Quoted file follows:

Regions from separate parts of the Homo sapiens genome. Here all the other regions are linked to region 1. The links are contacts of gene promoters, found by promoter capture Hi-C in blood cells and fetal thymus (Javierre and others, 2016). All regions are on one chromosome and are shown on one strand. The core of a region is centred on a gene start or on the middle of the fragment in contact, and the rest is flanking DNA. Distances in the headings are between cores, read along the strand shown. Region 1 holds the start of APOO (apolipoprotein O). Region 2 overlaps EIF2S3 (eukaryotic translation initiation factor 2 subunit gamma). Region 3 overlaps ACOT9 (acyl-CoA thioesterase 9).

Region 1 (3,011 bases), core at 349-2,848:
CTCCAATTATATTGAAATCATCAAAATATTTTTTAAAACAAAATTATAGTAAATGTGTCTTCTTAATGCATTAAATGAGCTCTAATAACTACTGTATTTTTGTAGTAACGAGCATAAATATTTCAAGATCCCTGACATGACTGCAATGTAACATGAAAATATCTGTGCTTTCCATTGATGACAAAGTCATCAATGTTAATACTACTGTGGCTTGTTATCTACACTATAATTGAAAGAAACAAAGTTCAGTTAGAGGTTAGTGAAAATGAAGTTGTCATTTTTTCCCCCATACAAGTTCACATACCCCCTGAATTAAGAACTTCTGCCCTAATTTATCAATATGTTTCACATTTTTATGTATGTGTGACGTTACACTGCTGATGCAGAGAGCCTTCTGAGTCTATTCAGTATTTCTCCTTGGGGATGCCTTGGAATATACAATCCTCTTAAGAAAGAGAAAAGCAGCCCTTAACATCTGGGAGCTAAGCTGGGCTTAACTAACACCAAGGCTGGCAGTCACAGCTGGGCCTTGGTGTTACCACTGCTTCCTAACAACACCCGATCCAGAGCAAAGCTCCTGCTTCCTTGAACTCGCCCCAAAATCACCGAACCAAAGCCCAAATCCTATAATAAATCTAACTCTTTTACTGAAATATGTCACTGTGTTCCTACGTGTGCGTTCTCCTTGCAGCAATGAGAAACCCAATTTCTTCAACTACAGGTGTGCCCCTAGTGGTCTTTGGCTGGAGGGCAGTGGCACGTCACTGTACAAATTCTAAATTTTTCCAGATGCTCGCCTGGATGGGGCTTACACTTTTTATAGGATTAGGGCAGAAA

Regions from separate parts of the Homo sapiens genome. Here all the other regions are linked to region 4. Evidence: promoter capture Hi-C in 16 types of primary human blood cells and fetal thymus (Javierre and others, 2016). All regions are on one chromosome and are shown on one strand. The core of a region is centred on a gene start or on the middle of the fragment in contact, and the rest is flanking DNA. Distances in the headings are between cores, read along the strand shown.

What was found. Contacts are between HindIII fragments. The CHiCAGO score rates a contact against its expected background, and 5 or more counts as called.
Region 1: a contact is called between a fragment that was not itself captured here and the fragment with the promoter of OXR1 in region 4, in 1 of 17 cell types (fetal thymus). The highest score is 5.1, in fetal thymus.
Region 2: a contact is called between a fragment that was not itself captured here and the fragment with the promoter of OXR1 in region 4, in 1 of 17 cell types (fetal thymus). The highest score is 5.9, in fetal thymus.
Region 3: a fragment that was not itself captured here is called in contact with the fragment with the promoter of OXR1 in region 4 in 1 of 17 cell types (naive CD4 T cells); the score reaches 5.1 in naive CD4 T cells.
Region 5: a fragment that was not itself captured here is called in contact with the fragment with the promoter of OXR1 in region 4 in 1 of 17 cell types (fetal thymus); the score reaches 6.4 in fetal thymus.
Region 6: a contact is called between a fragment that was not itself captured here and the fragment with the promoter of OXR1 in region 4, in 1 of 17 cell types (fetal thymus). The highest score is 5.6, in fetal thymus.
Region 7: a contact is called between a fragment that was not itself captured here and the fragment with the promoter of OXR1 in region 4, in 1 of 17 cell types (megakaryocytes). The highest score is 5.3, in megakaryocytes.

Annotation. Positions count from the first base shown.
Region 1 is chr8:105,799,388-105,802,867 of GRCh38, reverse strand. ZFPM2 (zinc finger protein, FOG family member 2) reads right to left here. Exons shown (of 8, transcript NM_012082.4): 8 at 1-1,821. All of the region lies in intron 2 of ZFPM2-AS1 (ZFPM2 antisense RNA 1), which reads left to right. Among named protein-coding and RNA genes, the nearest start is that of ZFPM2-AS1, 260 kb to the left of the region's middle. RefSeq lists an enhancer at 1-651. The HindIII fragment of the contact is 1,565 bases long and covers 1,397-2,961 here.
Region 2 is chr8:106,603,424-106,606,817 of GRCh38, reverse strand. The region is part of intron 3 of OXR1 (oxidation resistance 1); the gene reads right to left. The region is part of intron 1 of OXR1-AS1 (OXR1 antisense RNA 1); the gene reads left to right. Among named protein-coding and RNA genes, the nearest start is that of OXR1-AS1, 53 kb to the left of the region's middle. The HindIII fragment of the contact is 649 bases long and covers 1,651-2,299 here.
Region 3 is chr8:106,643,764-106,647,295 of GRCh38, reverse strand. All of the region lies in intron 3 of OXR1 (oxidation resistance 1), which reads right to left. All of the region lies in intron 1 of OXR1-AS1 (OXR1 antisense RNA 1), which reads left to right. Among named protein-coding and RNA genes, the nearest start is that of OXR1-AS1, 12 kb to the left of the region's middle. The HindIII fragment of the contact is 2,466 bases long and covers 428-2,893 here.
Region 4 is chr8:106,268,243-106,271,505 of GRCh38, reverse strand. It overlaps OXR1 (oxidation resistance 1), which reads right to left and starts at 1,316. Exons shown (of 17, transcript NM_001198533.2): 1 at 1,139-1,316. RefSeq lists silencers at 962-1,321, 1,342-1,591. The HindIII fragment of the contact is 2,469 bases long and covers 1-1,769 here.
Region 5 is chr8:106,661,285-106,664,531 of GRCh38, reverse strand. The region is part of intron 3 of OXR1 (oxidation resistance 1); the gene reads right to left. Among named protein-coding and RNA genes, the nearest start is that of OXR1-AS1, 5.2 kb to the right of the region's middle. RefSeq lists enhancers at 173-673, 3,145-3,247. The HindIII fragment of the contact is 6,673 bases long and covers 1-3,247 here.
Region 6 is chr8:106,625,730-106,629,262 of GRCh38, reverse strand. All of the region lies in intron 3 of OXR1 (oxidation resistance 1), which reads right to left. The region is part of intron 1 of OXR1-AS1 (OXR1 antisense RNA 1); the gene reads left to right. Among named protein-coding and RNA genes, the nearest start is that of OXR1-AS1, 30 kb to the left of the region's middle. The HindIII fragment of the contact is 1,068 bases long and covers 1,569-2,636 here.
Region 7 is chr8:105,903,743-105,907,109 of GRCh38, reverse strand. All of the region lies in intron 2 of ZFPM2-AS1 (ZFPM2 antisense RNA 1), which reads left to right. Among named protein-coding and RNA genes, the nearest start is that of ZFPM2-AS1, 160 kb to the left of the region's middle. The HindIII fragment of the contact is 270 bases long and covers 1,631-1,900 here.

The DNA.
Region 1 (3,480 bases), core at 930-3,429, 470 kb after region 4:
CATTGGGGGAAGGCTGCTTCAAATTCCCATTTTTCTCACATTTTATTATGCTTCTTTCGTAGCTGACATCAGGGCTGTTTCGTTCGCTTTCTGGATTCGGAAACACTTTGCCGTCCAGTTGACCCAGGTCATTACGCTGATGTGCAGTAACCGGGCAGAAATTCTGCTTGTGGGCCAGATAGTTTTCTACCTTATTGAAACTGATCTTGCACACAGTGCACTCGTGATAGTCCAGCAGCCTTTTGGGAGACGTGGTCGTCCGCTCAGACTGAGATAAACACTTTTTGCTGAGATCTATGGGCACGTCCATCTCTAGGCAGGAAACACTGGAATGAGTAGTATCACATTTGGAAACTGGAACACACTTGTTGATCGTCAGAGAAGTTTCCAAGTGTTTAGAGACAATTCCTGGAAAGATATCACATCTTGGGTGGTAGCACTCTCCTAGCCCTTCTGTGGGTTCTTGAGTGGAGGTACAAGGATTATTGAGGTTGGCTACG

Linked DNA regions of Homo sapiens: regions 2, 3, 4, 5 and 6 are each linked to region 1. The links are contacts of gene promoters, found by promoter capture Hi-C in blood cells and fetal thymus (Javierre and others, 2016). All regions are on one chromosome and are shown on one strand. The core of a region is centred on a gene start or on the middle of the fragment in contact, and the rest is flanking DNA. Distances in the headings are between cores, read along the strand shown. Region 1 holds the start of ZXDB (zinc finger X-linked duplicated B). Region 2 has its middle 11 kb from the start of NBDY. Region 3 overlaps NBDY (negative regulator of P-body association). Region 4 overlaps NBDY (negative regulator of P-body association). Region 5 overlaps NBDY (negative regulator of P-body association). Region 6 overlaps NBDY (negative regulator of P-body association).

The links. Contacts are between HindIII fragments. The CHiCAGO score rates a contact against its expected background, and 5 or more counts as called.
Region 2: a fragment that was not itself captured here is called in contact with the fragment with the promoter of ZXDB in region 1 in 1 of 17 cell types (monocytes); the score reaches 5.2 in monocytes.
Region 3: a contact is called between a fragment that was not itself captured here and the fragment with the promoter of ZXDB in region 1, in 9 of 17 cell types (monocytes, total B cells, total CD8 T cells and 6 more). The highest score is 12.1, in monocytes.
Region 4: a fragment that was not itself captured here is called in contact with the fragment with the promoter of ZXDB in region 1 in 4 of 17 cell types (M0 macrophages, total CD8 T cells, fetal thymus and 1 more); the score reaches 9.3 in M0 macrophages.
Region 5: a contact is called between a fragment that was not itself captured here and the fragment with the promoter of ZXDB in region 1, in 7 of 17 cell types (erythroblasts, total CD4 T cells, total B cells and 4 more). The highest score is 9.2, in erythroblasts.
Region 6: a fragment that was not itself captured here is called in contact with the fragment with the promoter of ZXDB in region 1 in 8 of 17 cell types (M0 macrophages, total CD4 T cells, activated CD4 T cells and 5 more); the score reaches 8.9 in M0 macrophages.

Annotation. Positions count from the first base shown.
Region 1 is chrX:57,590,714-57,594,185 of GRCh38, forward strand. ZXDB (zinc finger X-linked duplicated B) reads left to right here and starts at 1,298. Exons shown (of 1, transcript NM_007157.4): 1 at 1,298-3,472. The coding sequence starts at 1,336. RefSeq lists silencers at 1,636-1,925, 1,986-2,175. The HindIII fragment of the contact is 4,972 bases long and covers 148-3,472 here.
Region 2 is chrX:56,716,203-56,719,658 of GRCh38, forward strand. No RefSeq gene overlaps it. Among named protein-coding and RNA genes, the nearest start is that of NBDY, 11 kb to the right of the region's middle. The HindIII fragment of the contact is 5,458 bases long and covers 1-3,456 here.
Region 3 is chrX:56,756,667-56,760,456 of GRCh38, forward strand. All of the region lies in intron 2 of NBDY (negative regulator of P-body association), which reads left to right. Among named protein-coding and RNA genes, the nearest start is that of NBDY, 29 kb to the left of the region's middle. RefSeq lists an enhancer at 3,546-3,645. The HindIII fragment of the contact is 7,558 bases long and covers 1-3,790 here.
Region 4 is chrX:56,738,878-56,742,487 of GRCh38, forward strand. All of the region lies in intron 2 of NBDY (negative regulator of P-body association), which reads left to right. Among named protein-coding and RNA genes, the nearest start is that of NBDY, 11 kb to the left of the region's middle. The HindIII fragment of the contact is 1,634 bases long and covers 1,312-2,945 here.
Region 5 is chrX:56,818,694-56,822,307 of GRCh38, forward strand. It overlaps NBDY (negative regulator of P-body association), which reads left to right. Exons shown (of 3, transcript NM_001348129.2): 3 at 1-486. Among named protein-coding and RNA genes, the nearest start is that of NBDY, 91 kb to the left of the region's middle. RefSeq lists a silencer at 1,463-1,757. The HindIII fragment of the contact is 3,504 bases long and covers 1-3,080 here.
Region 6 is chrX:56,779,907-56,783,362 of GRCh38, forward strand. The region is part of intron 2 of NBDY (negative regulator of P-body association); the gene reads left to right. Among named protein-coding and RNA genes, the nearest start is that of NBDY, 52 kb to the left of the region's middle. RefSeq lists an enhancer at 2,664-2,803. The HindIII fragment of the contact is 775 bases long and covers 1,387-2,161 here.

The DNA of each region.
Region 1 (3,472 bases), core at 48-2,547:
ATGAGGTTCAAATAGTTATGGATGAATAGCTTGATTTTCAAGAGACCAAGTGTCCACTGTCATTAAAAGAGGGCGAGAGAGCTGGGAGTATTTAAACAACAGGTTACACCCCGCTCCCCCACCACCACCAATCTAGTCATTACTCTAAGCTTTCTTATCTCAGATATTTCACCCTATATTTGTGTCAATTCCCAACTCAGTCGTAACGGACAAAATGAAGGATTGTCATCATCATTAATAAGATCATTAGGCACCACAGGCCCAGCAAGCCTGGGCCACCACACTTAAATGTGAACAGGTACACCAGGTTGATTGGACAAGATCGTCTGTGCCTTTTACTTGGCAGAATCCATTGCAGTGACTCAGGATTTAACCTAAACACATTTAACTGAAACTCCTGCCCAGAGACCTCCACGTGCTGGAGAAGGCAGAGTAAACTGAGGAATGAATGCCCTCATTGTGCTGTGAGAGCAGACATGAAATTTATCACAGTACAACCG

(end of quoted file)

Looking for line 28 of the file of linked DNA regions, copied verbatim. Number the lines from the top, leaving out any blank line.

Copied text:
Region 5: a contact is called between a fragment that was not itself captured here and the fragment with the promoter of ZXDB in region 1, in 7 of 17 cell types (erythroblasts, total CD4 T cells, total B cells and 4 more). The highest score is 9.2, in erythroblasts.